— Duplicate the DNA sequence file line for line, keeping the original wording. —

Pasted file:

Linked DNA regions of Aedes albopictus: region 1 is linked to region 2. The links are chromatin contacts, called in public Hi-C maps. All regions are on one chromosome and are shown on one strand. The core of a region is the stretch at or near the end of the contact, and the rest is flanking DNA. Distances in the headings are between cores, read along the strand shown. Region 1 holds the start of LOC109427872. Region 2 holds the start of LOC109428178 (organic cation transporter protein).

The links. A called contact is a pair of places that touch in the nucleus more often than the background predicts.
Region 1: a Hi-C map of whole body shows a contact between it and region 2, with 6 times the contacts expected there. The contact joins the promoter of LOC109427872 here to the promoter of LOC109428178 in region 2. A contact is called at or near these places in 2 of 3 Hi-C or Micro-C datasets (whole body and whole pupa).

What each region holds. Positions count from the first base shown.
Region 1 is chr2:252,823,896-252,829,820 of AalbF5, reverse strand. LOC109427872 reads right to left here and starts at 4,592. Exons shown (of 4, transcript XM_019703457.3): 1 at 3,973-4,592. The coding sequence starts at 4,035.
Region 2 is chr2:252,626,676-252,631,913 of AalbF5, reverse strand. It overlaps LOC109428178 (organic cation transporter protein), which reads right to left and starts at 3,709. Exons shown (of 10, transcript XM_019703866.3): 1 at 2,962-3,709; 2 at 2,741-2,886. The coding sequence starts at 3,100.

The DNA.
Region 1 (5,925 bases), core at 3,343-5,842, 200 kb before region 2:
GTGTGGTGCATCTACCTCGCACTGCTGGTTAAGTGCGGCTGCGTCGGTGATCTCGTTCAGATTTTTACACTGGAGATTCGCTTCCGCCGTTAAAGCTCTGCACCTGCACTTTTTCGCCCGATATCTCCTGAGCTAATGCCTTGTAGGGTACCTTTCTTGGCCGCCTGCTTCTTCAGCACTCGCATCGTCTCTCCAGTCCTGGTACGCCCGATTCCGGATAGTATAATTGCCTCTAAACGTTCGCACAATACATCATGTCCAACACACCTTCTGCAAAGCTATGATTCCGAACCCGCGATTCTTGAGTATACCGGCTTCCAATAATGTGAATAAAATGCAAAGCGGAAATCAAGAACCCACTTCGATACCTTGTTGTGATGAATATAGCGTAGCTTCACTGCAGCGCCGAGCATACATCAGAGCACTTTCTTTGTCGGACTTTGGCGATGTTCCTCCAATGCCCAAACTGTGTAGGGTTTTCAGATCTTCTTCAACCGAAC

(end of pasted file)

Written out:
Linked DNA regions of Aedes albopictus: region 1 is linked to region 2. The links are chromatin contacts, called in public Hi-C maps. All regions are on one chromosome and are shown on one strand. The core of a region is the stretch at or near the end of the contact, and the rest is flanking DNA. Distances in the headings are between cores, read along the strand shown. Region 1 holds the start of LOC109427872. Region 2 holds the start of LOC109428178 (organic cation transporter protein).

The links. A called contact is a pair of places that touch in the nucleus more often than the background predicts.
Region 1: a Hi-C map of whole body shows a contact between it and region 2, with 6 times the contacts expected there. The contact joins the promoter of LOC109427872 here to the promoter of LOC109428178 in region 2. A contact is called at or near these places in 2 of 3 Hi-C or Micro-C datasets (whole body and whole pupa).

What each region holds. Positions count from the first base shown.
Region 1 is chr2:252,823,896-252,829,820 of AalbF5, reverse strand. LOC109427872 reads right to left here and starts at 4,592. Exons shown (of 4, transcript XM_019703457.3): 1 at 3,973-4,592. The coding sequence starts at 4,035.
Region 2 is chr2:252,626,676-252,631,913 of AalbF5, reverse strand. It overlaps LOC109428178 (organic cation transporter protein), which reads right to left and starts at 3,709. Exons shown (of 10, transcript XM_019703866.3): 1 at 2,962-3,709; 2 at 2,741-2,886. The coding sequence starts at 3,100.

The DNA.
Region 1 (5,925 bases), core at 3,343-5,842, 200 kb before region 2:
GTGTGGTGCATCTACCTCGCACTGCTGGTTAAGTGCGGCTGCGTCGGTGATCTCGTTCAGATTTTTACACTGGAGATTCGCTTCCGCCGTTAAAGCTCTGCACCTGCACTTTTTCGCCCGATATCTCCTGAGCTAATGCCTTGTAGGGTACCTTTCTTGGCCGCCTGCTTCTTCAGCACTCGCATCGTCTCTCCAGTCCTGGTACGCCCGATTCCGGATAGTATAATTGCCTCTAAACGTTCGCACAATACATCATGTCCAACACACCTTCTGCAAAGCTATGATTCCGAACCCGCGATTCTTGAGTATACCGGCTTCCAATAATGTGAATAAAATGCAAAGCGGAAATCAAGAACCCACTTCGATACCTTGTTGTGATGAATATAGCGTAGCTTCACTGCAGCGCCGAGCATACATCAGAGCACTTTCTTTGTCGGACTTTGGCGATGTTCCTCCAATGCCCAAACTGTGTAGGGTTTTCAGATCTTCTTCAACCGAAC